Contestants want to start a flap in Geauga

BURTON – The first day of Ohio’s oldest continuously running fair was one for the birds, as wings flapped and feathers flew during Thursday afternoon’s annual chicken-flying contest.

Dozens of roosters and hens competed for the top prize in an event now synonymous with the start of the Great Geauga County Fair.

Geauga County Common Pleas Judge Tim Grendell, event organizer and sponsor, said the contest is an important generational rite of passage.

“This competition is the epitome of Geauga County’s rural heritage,” Grendell said. “It’s great to see all the young folks who raised chickens come out and take part.”

The 2013 edition of the event saw a record 63 young participants.

A total 32 hens perched on a platform before being gently urged with a bathroom plunger through the other end of a mailbox facing out onto a dirt showring in the small grandstands. The flight of the bird is then carefully measured by the waiting officials below.

Bob Rogish, fair president, who has plunger duty, said he believes the sunny weather helped ensure a nice turnout for the event.

“I’d say 63 is a good number,” Rogish said. “Sunshine is what brings people out. We don’t want the rain. We can handle the heat without a problem.”

At the end of the competition, a hen named Toffee stood on the podium with a winning flight of 26 feet, 3 inches. The grand champion is owned by Lana Strimbu of Chardon, who said experience may have led Toffee to the top of the pecking order in 2013.

“(Toffee) was in the competition last year with me,” Strimbu said.

Earning a runner-up finish was Zeus, owned by Olivia Stern.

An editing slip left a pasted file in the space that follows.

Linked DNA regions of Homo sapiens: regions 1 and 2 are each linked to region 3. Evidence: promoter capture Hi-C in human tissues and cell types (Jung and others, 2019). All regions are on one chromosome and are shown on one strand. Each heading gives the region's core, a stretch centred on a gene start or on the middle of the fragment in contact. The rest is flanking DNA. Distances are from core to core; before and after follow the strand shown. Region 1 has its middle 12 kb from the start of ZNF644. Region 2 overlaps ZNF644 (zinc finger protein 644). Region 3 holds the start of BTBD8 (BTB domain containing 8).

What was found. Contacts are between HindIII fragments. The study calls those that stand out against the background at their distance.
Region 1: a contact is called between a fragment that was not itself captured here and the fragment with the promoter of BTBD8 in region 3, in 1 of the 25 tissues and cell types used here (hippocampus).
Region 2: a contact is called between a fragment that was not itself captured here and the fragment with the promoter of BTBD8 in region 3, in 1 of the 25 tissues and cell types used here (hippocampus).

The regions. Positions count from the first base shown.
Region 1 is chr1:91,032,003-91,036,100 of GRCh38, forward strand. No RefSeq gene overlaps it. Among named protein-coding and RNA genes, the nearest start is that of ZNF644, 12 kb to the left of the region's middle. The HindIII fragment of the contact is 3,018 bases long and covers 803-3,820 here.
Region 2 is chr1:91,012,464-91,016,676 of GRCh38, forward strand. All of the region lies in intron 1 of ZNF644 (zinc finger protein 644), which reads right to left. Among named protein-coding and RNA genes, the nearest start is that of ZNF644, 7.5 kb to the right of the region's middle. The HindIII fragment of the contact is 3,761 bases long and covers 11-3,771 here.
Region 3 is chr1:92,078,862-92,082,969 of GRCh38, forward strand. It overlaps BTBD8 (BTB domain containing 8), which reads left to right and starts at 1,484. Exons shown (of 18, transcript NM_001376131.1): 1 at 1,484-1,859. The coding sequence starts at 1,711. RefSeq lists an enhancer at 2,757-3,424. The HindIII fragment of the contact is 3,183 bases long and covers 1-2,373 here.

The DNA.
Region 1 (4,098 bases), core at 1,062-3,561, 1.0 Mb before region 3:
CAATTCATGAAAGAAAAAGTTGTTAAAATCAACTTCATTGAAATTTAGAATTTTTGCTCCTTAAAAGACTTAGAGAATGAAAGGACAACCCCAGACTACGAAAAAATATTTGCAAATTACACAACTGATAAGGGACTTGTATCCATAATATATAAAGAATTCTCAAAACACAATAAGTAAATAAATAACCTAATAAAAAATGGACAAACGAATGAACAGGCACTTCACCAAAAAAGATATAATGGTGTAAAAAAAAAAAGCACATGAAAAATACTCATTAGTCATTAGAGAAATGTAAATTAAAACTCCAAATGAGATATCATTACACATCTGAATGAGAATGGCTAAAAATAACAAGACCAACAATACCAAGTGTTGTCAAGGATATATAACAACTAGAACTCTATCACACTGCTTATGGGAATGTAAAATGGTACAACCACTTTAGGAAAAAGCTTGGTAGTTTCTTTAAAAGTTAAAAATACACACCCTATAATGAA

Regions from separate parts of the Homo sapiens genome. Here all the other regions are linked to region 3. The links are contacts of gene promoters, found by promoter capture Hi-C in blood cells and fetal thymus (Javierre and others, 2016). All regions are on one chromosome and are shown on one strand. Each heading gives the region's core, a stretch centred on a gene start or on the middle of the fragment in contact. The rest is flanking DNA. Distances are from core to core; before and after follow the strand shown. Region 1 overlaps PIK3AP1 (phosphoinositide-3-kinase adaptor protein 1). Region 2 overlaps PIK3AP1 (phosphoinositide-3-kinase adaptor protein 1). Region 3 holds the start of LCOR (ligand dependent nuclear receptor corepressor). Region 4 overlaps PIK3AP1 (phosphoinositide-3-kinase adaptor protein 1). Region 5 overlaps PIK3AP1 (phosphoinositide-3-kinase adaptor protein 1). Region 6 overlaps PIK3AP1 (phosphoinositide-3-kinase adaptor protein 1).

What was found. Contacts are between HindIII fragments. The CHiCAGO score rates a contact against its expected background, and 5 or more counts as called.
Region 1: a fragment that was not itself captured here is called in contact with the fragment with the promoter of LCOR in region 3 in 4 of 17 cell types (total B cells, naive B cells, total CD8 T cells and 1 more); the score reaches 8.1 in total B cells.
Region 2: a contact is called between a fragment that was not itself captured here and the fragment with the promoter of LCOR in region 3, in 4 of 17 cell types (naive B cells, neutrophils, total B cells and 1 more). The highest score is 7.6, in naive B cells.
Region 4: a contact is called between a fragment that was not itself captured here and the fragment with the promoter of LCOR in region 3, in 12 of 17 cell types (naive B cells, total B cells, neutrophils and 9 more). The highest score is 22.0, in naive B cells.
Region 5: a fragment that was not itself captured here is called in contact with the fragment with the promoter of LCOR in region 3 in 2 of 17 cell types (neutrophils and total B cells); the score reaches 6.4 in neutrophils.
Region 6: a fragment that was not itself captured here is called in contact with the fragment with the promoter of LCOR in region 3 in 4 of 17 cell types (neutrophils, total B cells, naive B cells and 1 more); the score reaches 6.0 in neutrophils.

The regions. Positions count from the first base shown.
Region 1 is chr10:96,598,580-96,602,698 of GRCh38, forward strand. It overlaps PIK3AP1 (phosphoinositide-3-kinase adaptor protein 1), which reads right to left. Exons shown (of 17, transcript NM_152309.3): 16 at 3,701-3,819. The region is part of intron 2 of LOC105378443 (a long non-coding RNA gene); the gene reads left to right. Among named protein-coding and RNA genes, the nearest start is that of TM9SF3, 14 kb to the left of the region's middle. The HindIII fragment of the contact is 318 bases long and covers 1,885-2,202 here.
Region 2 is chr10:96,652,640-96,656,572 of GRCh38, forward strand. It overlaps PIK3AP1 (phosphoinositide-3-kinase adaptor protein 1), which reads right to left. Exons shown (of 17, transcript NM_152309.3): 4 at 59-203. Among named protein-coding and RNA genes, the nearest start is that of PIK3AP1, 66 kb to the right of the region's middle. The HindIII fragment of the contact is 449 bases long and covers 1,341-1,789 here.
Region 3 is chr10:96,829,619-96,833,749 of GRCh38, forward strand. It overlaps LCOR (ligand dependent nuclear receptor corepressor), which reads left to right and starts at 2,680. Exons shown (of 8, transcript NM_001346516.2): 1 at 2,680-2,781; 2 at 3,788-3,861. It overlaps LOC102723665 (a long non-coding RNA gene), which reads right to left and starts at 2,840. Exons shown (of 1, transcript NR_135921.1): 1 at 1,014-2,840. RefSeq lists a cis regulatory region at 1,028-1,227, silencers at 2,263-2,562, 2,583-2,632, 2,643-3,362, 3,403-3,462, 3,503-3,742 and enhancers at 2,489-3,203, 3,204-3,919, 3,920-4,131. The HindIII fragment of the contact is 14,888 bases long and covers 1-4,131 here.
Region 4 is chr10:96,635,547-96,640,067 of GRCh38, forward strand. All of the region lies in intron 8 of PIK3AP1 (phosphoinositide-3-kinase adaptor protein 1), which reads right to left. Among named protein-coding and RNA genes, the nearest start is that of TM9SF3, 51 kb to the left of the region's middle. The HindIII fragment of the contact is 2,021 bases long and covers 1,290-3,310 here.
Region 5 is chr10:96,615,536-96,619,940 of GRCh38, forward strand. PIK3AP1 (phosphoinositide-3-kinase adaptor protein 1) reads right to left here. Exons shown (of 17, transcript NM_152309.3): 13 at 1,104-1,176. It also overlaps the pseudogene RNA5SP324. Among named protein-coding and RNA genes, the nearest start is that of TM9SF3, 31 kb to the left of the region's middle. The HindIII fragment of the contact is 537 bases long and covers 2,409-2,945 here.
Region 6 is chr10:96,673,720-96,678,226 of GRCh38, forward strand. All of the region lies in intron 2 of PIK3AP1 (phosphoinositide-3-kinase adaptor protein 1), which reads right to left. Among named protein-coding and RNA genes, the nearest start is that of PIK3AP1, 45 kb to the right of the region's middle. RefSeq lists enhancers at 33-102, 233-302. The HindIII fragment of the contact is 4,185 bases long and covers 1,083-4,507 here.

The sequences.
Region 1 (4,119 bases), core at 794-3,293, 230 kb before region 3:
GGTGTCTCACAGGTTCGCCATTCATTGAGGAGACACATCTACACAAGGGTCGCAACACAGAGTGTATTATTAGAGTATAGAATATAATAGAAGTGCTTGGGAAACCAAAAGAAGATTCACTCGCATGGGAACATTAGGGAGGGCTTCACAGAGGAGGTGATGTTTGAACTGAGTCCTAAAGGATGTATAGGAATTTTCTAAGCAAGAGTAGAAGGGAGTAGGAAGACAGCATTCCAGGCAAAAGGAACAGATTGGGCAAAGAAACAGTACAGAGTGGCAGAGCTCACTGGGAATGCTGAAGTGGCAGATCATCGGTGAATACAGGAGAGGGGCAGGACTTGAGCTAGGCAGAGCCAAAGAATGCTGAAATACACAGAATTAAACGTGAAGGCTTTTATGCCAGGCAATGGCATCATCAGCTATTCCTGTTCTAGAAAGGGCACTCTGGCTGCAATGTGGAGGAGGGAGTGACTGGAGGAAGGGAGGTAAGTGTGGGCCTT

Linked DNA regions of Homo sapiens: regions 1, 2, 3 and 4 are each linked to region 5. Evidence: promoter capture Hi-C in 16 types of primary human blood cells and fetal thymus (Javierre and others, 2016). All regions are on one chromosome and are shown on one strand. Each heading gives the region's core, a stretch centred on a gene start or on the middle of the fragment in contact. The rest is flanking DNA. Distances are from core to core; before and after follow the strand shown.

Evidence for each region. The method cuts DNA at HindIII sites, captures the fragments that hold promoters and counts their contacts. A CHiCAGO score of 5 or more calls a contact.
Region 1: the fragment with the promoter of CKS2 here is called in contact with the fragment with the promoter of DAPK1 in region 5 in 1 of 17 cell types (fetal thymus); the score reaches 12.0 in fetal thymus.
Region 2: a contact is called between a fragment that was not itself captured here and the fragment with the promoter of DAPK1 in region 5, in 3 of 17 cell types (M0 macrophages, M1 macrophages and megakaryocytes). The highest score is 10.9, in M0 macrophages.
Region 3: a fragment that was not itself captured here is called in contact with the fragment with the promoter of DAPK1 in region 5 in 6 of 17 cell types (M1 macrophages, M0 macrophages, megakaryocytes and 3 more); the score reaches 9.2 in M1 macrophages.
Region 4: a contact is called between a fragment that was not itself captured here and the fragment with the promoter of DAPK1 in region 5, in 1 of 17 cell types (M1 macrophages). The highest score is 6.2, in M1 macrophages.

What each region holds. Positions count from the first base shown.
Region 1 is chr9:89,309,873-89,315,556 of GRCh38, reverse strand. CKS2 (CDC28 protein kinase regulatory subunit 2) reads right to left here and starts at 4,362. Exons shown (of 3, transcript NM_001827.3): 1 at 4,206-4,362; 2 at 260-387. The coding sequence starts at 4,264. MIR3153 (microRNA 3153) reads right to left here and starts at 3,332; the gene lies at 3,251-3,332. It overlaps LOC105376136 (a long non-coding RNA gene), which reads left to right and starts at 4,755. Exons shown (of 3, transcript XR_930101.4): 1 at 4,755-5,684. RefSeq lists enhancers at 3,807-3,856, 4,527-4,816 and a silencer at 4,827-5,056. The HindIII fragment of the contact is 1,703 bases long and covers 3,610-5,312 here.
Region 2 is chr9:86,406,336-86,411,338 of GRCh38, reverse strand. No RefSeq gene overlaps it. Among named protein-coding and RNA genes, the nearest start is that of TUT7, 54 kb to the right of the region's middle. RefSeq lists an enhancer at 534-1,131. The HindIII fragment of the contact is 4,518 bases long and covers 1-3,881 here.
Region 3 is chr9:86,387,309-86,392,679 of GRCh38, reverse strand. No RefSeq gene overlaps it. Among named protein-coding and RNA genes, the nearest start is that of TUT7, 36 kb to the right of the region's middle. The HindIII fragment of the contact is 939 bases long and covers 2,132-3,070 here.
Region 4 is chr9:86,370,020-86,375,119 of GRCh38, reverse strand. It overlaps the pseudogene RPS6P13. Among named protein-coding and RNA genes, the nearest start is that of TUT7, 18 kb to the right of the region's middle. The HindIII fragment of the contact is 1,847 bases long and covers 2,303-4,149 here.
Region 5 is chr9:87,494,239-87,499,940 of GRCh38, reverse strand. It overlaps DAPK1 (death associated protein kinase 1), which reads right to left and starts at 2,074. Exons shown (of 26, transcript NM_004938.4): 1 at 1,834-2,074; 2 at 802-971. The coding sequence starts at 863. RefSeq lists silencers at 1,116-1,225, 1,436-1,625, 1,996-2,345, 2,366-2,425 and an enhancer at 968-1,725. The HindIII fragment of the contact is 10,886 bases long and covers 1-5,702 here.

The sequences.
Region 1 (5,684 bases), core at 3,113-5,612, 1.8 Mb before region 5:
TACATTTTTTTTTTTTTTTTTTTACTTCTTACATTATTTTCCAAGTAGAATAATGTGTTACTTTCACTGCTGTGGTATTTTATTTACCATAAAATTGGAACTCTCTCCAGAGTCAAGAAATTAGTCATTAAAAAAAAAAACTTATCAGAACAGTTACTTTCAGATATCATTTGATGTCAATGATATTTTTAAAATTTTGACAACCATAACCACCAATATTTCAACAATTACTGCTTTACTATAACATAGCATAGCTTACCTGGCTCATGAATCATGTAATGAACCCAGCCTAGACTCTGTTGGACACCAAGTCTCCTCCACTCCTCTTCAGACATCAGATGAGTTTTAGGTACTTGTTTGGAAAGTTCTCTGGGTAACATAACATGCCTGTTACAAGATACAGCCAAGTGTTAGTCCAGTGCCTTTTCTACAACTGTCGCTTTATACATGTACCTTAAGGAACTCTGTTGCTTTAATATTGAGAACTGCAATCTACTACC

Tim Grendell, who sponsors the competition with his wife, Appeals Court Judge Diane V. Grendell, said the event organizers take every measure to be sure the birds are treated with care.

“None of the chickens ever get hurt,” Tim Grendell said. “We work really hard to make sure they’re taken care of.”

The couple organized the chicken flying contest to remind area kids of their agricultural roots in a competitive, fun way.

“It seemed like the safest kind of competition and we could get the most children involved,” Diane Grendell said. “The kids don’t realize how much of the land in this county is devoted to agriculture. It’s a great way to kick off the fair.”

Many of the participants took the day off school to attend the first day of the fair and participate in the competition. Still, Grendell believes the fair offers children a different kind of learning environment no less important than mathematics or spelling.

“Most of the kids don’t realize how much of the land in this county is devoted to agriculture,” Grendell said.

In addition to the chicken flying contest, Grendell also sponsors the Geauga Learn program, which offers a cooperative day of learning at the fair for sixth graders at Kenston and West Geauga schools. A total of 505 students took advantage of the program this year.

“They get school credit for the day and they get to be at the fair,” Grendell said. “They get six hours of learning about everything from agriculture and crops to soil and water conservation. There is even a history portion.”